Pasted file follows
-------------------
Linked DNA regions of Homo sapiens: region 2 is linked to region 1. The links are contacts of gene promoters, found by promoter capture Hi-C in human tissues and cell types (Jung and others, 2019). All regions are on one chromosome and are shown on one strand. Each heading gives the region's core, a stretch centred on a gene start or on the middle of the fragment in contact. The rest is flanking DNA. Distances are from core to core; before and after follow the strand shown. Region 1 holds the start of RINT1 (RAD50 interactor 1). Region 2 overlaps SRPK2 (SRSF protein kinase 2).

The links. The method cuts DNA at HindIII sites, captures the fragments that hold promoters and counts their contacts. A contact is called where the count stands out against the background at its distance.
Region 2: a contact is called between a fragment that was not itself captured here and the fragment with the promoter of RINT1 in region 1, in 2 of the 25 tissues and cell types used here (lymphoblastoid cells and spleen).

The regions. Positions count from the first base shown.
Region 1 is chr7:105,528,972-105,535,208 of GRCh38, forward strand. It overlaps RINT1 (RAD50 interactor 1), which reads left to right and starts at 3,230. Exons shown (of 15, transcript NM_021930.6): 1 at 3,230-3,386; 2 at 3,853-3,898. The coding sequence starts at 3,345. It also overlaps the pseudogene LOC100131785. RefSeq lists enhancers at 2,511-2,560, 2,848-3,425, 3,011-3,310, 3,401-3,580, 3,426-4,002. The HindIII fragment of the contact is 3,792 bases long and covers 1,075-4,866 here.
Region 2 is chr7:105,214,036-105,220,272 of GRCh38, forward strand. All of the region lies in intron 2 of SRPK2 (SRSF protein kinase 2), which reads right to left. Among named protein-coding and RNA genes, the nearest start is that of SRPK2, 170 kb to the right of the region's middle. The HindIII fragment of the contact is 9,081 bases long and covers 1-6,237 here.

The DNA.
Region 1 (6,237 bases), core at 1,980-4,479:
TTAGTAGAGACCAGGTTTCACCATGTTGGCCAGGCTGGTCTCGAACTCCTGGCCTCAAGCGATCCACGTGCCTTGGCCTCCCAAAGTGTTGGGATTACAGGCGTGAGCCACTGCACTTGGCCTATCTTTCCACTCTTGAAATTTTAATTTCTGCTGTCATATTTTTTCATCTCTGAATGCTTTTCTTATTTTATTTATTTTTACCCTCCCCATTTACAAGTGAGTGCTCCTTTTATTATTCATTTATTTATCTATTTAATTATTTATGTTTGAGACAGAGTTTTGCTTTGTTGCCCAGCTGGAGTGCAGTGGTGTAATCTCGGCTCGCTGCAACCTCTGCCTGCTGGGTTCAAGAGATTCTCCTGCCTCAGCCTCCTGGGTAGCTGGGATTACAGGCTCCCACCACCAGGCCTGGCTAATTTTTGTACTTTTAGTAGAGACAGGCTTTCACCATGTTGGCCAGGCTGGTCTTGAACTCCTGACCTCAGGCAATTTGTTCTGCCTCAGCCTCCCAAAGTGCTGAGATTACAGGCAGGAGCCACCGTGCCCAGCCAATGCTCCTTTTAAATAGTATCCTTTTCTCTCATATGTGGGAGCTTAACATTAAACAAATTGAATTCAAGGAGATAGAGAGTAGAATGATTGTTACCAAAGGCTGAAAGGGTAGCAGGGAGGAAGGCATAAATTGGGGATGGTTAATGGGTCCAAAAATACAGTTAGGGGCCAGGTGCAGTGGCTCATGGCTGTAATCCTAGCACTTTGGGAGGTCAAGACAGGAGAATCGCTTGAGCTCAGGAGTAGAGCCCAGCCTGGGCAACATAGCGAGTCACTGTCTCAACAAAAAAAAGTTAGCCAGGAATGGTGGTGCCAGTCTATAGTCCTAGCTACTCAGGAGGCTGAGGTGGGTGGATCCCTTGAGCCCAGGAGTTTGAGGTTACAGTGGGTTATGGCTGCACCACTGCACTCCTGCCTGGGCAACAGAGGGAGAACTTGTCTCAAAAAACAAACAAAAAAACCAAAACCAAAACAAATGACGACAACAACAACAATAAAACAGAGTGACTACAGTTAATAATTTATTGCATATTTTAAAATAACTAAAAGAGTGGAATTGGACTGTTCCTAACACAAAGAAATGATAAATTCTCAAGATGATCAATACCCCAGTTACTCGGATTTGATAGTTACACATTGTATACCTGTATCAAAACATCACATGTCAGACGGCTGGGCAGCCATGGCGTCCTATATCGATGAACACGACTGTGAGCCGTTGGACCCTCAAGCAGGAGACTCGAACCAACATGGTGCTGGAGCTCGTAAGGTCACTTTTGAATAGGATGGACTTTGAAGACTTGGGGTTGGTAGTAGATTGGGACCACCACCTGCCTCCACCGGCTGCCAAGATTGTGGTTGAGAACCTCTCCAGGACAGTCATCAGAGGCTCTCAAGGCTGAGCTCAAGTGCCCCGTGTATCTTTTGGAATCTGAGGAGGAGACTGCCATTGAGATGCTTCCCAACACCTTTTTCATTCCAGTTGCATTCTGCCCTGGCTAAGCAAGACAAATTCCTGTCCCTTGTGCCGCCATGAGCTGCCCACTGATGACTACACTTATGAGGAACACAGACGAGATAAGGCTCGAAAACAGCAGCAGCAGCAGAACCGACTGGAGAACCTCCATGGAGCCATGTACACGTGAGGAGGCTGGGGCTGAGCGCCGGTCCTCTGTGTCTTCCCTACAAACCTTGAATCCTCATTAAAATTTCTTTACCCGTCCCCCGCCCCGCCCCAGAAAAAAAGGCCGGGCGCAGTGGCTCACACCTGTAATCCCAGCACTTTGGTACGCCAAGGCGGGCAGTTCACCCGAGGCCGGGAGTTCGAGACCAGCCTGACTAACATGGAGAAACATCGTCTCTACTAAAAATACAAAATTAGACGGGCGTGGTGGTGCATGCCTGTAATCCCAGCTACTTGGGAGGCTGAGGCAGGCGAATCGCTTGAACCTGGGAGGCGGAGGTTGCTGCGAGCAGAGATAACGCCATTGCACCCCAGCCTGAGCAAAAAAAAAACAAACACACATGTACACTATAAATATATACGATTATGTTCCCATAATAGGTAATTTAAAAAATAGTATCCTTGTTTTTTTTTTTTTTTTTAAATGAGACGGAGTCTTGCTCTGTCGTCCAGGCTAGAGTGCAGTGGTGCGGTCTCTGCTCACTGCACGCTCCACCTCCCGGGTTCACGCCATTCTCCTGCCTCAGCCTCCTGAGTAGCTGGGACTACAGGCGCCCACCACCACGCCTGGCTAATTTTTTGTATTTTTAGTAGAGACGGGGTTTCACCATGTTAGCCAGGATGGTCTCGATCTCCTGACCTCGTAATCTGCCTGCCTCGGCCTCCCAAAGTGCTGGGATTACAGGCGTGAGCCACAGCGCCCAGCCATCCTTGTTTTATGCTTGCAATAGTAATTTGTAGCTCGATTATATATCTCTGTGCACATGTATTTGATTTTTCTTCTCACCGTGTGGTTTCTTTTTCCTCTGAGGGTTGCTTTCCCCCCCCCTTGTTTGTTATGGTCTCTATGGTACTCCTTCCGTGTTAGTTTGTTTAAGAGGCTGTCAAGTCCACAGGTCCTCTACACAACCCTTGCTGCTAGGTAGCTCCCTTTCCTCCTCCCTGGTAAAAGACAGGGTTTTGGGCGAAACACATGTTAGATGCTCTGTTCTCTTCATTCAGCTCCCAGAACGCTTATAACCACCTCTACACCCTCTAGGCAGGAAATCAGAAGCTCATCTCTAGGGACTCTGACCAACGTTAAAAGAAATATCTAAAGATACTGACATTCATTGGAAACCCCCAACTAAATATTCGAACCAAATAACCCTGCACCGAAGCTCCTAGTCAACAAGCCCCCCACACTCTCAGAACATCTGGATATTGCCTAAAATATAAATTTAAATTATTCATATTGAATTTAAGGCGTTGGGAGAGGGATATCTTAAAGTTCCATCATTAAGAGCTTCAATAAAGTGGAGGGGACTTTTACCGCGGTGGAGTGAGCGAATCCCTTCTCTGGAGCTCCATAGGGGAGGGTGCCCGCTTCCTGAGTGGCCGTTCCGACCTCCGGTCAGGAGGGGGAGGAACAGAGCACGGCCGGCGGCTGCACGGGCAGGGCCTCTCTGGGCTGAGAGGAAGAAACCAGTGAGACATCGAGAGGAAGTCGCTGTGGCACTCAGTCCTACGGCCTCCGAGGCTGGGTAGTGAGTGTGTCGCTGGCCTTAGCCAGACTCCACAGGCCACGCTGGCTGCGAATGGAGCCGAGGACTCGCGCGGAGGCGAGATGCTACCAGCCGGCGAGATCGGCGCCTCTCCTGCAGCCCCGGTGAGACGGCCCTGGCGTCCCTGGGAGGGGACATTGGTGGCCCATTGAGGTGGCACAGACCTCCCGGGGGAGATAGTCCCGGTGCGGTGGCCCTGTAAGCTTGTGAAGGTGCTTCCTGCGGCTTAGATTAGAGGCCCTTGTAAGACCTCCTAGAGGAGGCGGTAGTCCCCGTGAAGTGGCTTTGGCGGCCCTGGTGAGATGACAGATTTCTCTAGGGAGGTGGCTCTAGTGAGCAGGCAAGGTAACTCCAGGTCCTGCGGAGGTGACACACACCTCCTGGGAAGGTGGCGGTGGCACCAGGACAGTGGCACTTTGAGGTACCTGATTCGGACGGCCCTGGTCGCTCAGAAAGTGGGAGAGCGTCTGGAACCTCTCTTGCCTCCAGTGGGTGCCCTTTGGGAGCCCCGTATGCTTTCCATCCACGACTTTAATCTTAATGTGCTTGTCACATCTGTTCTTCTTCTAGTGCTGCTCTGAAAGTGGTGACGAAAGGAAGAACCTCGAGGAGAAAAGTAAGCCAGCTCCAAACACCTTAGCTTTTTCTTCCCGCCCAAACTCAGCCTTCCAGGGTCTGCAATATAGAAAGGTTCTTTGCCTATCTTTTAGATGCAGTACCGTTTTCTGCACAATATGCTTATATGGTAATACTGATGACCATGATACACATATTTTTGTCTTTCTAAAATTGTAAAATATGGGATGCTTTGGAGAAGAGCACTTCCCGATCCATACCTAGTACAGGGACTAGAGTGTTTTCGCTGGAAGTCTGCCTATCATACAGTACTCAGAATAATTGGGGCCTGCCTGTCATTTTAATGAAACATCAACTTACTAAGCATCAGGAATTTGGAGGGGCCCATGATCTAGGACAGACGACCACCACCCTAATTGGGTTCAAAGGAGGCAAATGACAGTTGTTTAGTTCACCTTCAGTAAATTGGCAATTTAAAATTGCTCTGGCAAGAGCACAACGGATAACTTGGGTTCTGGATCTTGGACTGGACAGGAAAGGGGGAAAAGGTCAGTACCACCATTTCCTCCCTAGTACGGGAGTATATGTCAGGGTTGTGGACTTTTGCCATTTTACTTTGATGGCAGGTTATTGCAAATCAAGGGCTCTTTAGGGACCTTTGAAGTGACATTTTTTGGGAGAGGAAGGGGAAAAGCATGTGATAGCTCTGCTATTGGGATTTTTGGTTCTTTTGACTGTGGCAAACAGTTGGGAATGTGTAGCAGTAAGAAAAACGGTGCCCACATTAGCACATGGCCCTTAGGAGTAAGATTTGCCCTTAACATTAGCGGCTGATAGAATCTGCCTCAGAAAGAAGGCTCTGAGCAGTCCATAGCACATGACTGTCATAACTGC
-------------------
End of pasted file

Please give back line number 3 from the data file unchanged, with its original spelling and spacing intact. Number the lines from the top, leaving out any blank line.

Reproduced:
Region 2: a contact is called between a fragment that was not itself captured here and the fragment with the promoter of RINT1 in region 1, in 2 of the 25 tissues and cell types used here (lymphoblastoid cells and spleen).